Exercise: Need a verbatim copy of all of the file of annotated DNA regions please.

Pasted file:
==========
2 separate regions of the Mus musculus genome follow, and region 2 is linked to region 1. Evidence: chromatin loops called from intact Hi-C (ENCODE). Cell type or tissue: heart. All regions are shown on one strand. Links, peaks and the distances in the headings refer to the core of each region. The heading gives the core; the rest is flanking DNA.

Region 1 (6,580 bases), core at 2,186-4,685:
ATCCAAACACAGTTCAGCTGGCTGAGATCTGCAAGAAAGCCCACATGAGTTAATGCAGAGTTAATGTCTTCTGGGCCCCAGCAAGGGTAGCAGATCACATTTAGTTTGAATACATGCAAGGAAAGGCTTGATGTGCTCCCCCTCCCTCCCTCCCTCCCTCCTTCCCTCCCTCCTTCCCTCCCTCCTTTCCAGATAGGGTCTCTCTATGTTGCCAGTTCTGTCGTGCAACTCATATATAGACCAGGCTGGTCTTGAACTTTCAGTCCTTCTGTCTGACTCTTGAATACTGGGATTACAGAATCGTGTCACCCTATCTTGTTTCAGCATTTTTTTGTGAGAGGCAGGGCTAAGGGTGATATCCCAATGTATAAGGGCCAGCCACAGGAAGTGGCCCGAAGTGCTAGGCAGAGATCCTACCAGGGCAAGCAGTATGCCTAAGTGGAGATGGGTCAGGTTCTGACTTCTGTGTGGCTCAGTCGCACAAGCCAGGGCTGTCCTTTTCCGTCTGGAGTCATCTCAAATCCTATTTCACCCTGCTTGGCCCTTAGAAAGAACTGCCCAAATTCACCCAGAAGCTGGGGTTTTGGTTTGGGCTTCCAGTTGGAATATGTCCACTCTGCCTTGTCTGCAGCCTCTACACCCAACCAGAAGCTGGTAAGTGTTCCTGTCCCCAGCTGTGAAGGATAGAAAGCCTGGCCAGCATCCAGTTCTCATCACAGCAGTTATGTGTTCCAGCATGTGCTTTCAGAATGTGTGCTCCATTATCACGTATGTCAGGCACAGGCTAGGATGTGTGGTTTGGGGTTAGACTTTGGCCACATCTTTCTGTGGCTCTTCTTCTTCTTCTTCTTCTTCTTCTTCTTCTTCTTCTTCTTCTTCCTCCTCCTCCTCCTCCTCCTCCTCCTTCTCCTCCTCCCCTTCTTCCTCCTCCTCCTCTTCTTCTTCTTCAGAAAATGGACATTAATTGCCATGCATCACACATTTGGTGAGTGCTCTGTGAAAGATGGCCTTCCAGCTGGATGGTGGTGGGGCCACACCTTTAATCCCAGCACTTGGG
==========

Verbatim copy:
2 separate regions of the Mus musculus genome follow, and region 2 is linked to region 1. Evidence: chromatin loops called from intact Hi-C (ENCODE). Cell type or tissue: heart. All regions are shown on one strand. Links, peaks and the distances in the headings refer to the core of each region. The heading gives the core; the rest is flanking DNA.

Region 1 (6,580 bases), core at 2,186-4,685:
ATCCAAACACAGTTCAGCTGGCTGAGATCTGCAAGAAAGCCCACATGAGTTAATGCAGAGTTAATGTCTTCTGGGCCCCAGCAAGGGTAGCAGATCACATTTAGTTTGAATACATGCAAGGAAAGGCTTGATGTGCTCCCCCTCCCTCCCTCCCTCCCTCCTTCCCTCCCTCCTTCCCTCCCTCCTTTCCAGATAGGGTCTCTCTATGTTGCCAGTTCTGTCGTGCAACTCATATATAGACCAGGCTGGTCTTGAACTTTCAGTCCTTCTGTCTGACTCTTGAATACTGGGATTACAGAATCGTGTCACCCTATCTTGTTTCAGCATTTTTTTGTGAGAGGCAGGGCTAAGGGTGATATCCCAATGTATAAGGGCCAGCCACAGGAAGTGGCCCGAAGTGCTAGGCAGAGATCCTACCAGGGCAAGCAGTATGCCTAAGTGGAGATGGGTCAGGTTCTGACTTCTGTGTGGCTCAGTCGCACAAGCCAGGGCTGTCCTTTTCCGTCTGGAGTCATCTCAAATCCTATTTCACCCTGCTTGGCCCTTAGAAAGAACTGCCCAAATTCACCCAGAAGCTGGGGTTTTGGTTTGGGCTTCCAGTTGGAATATGTCCACTCTGCCTTGTCTGCAGCCTCTACACCCAACCAGAAGCTGGTAAGTGTTCCTGTCCCCAGCTGTGAAGGATAGAAAGCCTGGCCAGCATCCAGTTCTCATCACAGCAGTTATGTGTTCCAGCATGTGCTTTCAGAATGTGTGCTCCATTATCACGTATGTCAGGCACAGGCTAGGATGTGTGGTTTGGGGTTAGACTTTGGCCACATCTTTCTGTGGCTCTTCTTCTTCTTCTTCTTCTTCTTCTTCTTCTTCTTCTTCTTCTTCCTCCTCCTCCTCCTCCTCCTCCTCCTTCTCCTCCTCCCCTTCTTCCTCCTCCTCCTCTTCTTCTTCTTCAGAAAATGGACATTAATTGCCATGCATCACACATTTGGTGAGTGCTCTGTGAAAGATGGCCTTCCAGCTGGATGGTGGTGGGGCCACACCTTTAATCCCAGCACTTGGG